After those disasters, various safety measures were put in place, said authorities, who have hailed the market as safe, according to the Univision network. The market was licensed by the Secretariat of National Defense.

Juan Ignacio Rodarte Cordero, the director of the Mexican Pyrotechnics Institute, called San Pablito “the safest pyrotechnics market in all of Latin America,” according to an August press release from the government of Tultepec, a city of 50,000 in the state of Mexico.

The stalls, he boasted at the time, were “designed perfectly and with sufficient space” so that a single spark wouldn’t ignite a chain of fires.

In a press release last week, the market’s president, German Galicia Cortes, assured visitors that the market was secure, complete with “fire extinguishers, water, sand, picks, shovels and trained personnel who know how to act in case of any incident.”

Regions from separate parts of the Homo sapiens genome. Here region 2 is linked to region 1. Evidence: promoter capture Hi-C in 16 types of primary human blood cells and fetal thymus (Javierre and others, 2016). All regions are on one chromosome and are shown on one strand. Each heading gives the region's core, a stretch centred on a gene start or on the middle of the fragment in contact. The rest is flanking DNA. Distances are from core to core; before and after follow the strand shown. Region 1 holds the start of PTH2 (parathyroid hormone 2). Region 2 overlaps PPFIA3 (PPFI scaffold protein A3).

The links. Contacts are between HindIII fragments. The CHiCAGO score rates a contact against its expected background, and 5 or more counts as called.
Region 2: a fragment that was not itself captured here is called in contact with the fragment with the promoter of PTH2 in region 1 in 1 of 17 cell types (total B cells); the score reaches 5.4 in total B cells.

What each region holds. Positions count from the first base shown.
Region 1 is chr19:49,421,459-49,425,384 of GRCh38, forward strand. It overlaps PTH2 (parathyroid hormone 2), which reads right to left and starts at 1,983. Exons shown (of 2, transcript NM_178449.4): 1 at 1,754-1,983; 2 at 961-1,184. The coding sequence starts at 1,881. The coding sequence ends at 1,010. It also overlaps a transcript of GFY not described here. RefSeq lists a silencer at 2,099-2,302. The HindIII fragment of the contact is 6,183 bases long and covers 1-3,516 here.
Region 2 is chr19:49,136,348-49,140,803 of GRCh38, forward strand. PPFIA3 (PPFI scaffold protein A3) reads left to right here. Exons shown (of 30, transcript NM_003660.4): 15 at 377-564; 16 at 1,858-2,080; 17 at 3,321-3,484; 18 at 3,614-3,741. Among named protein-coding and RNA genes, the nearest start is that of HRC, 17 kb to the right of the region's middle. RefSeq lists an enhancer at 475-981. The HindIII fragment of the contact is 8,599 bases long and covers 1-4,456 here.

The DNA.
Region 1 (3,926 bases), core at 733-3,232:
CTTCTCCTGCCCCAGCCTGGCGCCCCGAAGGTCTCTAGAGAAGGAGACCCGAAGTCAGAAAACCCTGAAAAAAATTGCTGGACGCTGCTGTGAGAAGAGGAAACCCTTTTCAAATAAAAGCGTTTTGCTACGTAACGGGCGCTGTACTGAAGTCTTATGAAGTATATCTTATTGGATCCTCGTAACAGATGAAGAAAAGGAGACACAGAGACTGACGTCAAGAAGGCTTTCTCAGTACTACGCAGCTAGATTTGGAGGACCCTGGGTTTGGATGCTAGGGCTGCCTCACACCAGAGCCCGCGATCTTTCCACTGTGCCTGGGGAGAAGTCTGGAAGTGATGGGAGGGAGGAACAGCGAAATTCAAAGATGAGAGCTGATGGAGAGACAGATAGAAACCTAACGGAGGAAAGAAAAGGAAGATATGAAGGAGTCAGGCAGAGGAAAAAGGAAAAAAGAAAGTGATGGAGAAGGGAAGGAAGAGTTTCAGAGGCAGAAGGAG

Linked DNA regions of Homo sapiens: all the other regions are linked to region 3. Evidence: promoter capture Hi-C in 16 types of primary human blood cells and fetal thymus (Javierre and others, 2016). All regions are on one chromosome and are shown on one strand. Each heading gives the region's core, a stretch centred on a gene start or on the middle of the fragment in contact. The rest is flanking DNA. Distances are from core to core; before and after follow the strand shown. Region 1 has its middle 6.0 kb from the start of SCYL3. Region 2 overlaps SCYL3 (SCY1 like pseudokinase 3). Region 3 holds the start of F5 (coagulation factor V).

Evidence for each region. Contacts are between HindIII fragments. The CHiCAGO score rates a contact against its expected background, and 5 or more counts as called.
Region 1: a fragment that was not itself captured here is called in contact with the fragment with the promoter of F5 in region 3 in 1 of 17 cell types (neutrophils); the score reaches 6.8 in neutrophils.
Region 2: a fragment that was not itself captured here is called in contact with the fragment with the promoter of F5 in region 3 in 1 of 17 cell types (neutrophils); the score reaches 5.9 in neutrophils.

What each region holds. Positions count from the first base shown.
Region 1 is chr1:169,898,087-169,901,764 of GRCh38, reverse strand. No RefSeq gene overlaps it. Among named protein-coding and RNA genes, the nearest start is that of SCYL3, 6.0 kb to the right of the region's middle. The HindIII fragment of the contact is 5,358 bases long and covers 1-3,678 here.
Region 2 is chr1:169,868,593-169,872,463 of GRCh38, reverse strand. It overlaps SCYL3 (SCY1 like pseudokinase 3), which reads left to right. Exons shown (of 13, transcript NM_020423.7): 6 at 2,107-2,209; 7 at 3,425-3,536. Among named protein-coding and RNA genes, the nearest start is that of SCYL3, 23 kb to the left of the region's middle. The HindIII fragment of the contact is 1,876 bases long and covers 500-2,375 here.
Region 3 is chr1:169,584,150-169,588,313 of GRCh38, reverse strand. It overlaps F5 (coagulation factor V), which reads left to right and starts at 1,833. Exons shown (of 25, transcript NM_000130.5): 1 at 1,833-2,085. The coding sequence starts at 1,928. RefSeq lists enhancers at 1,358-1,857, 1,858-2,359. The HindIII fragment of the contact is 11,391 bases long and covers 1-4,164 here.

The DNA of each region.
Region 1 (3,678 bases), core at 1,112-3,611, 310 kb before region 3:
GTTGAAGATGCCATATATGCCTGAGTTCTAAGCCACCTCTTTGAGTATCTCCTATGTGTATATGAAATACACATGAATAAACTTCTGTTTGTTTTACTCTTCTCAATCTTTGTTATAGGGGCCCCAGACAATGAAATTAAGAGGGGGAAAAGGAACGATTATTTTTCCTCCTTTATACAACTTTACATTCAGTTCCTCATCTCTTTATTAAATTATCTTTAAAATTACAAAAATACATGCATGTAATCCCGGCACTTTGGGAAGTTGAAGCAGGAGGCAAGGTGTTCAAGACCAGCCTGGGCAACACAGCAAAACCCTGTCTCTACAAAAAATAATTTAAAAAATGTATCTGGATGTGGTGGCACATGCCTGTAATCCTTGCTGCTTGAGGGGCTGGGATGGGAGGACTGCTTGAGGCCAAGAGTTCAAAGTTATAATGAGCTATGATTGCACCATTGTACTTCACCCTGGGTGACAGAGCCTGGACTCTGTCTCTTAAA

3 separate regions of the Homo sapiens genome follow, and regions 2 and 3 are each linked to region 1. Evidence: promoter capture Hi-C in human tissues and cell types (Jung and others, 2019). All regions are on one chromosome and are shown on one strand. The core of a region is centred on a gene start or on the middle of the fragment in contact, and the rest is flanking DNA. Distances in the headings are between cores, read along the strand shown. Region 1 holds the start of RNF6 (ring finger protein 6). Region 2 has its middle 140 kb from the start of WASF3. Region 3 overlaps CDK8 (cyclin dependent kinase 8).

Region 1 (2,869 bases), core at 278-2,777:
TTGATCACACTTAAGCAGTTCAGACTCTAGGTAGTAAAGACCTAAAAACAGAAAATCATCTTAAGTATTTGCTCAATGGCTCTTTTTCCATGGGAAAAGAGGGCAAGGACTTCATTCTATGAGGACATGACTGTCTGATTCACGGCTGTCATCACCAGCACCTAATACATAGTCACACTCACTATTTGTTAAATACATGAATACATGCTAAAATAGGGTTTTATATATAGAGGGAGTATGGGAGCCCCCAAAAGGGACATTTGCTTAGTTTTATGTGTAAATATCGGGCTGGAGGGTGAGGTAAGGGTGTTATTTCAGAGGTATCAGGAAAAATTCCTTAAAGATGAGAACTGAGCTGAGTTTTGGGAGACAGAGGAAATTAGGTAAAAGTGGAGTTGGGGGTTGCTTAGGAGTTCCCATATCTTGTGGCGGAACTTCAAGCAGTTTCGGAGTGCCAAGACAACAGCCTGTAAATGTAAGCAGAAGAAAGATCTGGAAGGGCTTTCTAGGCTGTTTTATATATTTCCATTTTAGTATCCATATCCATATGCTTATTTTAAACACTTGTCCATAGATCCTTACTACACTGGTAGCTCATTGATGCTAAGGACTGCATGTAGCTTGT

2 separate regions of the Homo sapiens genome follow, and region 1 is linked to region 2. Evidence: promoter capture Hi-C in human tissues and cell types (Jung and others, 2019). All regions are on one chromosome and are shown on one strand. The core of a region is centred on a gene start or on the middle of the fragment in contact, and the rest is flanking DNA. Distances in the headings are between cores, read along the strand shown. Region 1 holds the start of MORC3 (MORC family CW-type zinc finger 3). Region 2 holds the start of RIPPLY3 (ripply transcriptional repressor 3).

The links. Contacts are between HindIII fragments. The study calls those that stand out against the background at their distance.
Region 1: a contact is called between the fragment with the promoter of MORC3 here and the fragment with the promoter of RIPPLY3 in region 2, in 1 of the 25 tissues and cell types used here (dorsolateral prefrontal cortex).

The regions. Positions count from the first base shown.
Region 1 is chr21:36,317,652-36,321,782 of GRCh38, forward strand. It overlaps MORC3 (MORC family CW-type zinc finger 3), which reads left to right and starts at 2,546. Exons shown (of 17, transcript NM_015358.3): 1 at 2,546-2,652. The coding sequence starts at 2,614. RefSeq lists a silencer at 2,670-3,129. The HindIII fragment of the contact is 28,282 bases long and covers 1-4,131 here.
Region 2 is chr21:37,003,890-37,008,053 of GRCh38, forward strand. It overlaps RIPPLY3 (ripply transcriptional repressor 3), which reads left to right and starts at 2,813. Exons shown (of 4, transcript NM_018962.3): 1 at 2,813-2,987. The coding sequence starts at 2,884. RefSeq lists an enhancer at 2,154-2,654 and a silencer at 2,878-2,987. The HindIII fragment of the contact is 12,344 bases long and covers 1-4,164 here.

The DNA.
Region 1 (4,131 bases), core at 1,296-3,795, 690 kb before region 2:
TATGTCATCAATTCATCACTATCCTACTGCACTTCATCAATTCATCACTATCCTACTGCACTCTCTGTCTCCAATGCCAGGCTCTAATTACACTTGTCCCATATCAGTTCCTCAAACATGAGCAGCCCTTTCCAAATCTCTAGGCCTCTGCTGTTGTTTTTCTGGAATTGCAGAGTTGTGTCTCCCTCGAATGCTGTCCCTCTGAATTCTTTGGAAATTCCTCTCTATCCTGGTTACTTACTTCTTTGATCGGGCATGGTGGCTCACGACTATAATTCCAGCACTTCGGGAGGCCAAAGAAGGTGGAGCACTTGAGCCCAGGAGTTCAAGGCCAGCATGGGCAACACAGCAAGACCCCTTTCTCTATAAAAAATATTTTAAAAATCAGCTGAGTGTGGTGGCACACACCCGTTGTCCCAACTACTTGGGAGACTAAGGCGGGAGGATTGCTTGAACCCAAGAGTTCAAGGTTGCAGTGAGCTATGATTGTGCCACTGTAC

The Mexican attorney general’s office, which is investigating the incident, said in a statement that six explosions shook the market. What set them off remained unclear. But the tragedy seemed certain to raise calls for enhanced safety at San Pablito and other fireworks markets and manufacturing sites.

Firefighters and rescue workers walk through the scorched grounds of Mexico's best-known fireworks market after an explosion Tuesday.
(Eduardo Verdugo / Associated Press)

The Mexican Red Cross reported that it had dispatched 10 ambulances with 50 paramedics to the scene. Rescue workers were shown on Mexican TV picking their way through the ruins of twisted metal, warped roofs and other debris.

Ambulance crews rushed the wounded on stretchers to a nearby field, where helicopters were waiting to ferry them off for treatment.

The scent of gunpowder lingered at the shattered scene, where scores of stalls had been flattened and turned into wreckage.